- The smartphone may have secured its place as the number one can’t-do-without gadget for the majority of patients – and physicians – in everyday life, but it is still seen as an intrusion in the consult room. Plastic signs on the walls of most offices still warn patients to turn off their iPhones while their nurses check their blood pressure and doctors scribble prescriptions, yet healthcare providers are simultaneously trying to entice patients to use online portals, after-hours nurse help lines, and wellness programs that might forestall chronic disease.
As patient engagement and the revenue cycle become ever more closely aligned, it might be time to try a different tactic: ask patients to take out their cell phones, open up their mHealth apps, share useful data from their wearable devices, sign up for telehealth services, and use their smartphones for something other than snapping selfies in the waiting room.
“We really need to consider the patient as a disruptive force in improving health care,” said former National Coordinator for Health IT Dr. Farzad Mostashari. “It starts with people being able to get access to their own health information so they can be empowered by the data. But the next step is to ask, ‘now that I can get it, why would I get it, and what can I do with it? How do I organize it, how do I understand it, how do I share it?’”
The healthcare industry continues to wrestle with that question. For many healthcare providers, the first step to successfully leveraging mHealth and telehealth for patient engagement is to ensure a positive attitude on both sides of the equation. A physician’s outlook on new technologies can rub off easily on her patients, and negative perceptions of how difficult it is to adapt to a workflow that embraces mobile health technologies could turn a patient away from a valuable self-management tool.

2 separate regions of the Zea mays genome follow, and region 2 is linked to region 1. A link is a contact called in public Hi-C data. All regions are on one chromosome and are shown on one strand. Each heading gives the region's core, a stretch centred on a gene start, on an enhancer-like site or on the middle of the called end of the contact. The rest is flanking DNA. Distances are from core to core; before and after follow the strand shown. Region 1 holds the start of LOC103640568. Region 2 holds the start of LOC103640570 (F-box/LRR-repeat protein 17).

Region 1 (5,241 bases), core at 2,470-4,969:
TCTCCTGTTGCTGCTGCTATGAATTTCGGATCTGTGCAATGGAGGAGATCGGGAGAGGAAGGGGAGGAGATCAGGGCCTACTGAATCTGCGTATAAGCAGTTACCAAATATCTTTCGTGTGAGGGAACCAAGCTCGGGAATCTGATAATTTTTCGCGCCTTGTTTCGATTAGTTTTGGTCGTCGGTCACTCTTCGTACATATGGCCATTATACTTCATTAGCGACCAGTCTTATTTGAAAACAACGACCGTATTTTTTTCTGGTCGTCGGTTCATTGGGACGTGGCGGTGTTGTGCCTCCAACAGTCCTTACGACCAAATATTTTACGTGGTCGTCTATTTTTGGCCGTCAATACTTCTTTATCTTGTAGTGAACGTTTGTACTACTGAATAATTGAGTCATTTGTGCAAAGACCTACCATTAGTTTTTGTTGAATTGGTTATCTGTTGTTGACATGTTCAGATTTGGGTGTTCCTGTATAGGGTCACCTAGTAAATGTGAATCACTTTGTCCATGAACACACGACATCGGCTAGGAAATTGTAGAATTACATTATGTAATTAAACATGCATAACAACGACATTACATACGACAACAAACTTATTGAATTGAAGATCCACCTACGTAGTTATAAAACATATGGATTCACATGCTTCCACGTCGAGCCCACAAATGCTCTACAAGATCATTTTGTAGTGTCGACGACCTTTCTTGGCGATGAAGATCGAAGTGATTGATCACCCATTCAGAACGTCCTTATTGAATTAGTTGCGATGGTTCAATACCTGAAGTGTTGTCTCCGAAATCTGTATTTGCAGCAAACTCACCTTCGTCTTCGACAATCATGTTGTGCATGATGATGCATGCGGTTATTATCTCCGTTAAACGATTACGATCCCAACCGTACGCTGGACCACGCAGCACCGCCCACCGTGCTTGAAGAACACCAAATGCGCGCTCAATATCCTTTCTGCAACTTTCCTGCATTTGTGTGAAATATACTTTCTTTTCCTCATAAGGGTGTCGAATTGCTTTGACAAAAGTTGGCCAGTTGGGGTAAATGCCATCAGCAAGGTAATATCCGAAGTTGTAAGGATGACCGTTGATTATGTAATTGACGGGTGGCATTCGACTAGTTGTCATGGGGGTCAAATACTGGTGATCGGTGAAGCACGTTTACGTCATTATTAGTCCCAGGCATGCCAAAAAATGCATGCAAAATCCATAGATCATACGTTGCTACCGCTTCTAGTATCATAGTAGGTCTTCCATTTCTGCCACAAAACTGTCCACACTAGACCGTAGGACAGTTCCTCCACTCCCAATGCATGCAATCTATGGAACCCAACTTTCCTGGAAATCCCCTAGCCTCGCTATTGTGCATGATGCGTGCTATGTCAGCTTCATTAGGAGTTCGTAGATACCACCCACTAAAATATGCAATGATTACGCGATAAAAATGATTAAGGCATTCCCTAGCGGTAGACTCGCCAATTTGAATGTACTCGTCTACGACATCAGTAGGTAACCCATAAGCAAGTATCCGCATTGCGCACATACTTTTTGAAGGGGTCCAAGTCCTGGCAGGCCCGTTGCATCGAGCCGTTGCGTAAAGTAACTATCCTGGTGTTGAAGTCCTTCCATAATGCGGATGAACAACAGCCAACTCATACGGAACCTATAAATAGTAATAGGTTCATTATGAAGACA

“Getting the buy in from physicians is going to be essential, because consumers are going to push for more technology that it makes their life easier,” Nicolas Boyon, Senior Vice President at Ipsos Public Affairs, said to HealthITAnalytics. “They want more control over their healthcare. A lot of it is probably a matter of increasing convenience, but there is also a cost control aspect to it. But at the same time, we see that patients really take their cues from their doctors. If physicians have mixed feelings towards technologies that encourage patient engagement, this is passed on to consumers.”
A recent study by the National Partnership for Women and Families found that patients were more likely to rate their physicians’ EHR use as a positive development when the provider was happier with their technology. They also think online tools, like patient portals, can help them reach their own personal health goals. The desire to engage is there, but the tools available on the market aren’t always up to the task.
mHealth apps are unregulated and can be close to useless, providing little value to patients or providers. From unusable interfaces to questionable user agreements and poorly exported data, a bad mHealth app might be worse than no patient engagement at all. The frustration for providers when faced with sleep pattern data illustrated by rows smiley faces may be palpable, but it also providers a good opportunity to guide patients towards resources that can more immediately impact their health, such as trusted educational materials from professional societies or chronic disease management programs that send text message reminders.
It is important for providers to have the conversation about how to properly engage, indicates a study from Xerox, in which a third of patients had no idea that they could access a patient portal, while 31% said their physicians had never mentioned the feature to them.
“Physicians, especially the older ones and the specialists, have to move into a whole new world, and they are concerned that it’s making their life a lot more complicated than it used to be,” Boyon said, noting a general sense of anxiety among many providers who are unsure of the true value of mHealth to their patient population. But that attitude may be short lived if patients have their way, he added.
“Patients now have an expectation for technology to be used by primary healthcare professionals. They want their physicians to use mobile technologies to interact with them. We see that the most common usage of technology right now is appointment scheduling and access to medical records, but it’s far from universal. What we expect is that over the next few years, this is going to become standard. So there will probably be a push on the part of patients for physicians to deliver on that.”